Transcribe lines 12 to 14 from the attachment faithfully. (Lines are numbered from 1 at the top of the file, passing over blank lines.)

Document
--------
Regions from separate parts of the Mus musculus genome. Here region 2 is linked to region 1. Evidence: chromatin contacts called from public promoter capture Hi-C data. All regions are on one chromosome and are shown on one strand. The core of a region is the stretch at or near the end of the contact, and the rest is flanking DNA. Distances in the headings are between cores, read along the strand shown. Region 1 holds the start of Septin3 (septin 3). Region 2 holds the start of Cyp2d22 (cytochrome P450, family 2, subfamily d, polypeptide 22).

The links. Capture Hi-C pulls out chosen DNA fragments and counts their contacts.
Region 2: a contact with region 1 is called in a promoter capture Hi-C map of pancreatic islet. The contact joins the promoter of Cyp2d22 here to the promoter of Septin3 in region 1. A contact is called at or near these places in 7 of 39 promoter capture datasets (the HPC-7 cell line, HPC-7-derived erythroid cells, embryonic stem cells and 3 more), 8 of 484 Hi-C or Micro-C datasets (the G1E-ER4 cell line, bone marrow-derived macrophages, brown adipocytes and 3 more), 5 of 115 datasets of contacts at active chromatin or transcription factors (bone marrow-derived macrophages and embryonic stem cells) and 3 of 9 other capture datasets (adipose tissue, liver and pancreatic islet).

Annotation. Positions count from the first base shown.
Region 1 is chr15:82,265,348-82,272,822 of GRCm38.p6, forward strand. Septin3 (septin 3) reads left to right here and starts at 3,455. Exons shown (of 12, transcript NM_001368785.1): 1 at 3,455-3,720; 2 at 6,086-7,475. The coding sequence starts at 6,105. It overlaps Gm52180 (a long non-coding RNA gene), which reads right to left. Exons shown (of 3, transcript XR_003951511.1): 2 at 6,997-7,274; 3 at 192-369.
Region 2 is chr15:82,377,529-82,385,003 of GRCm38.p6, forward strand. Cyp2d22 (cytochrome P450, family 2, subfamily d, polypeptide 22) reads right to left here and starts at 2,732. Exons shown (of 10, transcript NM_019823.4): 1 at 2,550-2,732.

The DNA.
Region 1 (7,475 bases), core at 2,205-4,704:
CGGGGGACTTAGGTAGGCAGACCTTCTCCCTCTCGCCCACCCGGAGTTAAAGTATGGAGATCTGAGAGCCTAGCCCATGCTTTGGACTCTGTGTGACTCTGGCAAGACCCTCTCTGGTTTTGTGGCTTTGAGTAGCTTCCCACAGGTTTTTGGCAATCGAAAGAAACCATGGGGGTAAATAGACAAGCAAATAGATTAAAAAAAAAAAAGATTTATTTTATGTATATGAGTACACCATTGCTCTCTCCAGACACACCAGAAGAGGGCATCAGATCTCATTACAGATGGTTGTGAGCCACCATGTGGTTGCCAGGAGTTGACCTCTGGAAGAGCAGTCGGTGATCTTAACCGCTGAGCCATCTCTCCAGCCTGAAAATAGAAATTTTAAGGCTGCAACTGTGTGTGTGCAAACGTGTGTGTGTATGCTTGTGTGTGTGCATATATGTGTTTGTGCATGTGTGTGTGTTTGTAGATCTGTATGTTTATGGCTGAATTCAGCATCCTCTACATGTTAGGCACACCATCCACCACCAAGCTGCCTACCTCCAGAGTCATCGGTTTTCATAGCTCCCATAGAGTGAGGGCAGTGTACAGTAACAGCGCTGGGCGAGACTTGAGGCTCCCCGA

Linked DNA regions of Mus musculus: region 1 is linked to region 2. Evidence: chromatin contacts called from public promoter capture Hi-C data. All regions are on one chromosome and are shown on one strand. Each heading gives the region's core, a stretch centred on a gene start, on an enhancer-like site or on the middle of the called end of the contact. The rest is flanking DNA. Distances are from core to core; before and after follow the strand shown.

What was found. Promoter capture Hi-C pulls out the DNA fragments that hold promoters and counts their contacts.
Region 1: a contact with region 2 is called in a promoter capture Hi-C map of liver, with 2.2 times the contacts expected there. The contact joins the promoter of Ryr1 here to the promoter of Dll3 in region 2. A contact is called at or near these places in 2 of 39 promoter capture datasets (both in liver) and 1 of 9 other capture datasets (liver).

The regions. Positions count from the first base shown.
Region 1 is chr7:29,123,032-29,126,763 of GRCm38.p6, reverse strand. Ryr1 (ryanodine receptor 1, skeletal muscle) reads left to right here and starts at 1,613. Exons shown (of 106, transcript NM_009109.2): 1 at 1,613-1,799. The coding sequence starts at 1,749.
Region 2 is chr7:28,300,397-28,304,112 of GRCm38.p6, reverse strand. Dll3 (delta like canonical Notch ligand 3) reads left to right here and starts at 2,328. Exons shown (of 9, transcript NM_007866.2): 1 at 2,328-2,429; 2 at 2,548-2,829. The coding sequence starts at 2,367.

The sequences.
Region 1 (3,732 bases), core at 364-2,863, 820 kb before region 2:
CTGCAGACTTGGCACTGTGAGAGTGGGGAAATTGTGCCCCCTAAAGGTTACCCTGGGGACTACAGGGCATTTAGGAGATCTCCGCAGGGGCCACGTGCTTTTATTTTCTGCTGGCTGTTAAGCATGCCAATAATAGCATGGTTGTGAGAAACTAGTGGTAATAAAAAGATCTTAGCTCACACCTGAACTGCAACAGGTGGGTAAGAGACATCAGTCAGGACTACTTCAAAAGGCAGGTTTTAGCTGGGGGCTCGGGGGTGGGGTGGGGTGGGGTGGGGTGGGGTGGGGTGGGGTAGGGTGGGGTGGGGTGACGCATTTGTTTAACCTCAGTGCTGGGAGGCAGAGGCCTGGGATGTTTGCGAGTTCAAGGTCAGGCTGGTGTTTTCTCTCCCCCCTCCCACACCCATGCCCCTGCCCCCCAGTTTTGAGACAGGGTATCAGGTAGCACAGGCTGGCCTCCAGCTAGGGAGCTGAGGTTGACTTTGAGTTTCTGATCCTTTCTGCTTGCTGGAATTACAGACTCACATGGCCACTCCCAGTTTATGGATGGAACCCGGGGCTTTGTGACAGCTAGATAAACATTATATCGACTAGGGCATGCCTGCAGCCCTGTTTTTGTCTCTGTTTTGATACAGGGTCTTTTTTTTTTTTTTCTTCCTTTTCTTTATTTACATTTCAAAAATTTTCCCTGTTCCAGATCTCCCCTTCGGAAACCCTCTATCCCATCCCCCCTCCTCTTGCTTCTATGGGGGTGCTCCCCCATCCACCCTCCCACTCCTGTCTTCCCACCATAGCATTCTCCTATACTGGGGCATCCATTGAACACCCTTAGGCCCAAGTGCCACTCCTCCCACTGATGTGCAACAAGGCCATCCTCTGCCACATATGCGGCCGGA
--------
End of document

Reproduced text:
Region 1: a contact with region 2 is called in a promoter capture Hi-C map of liver, with 2.2 times the contacts expected there. The contact joins the promoter of Ryr1 here to the promoter of Dll3 in region 2. A contact is called at or near these places in 2 of 39 promoter capture datasets (both in liver) and 1 of 9 other capture datasets (liver).

The regions. Positions count from the first base shown.
Region 1 is chr7:29,123,032-29,126,763 of GRCm38.p6, reverse strand. Ryr1 (ryanodine receptor 1, skeletal muscle) reads left to right here and starts at 1,613. Exons shown (of 106, transcript NM_009109.2): 1 at 1,613-1,799. The coding sequence starts at 1,749.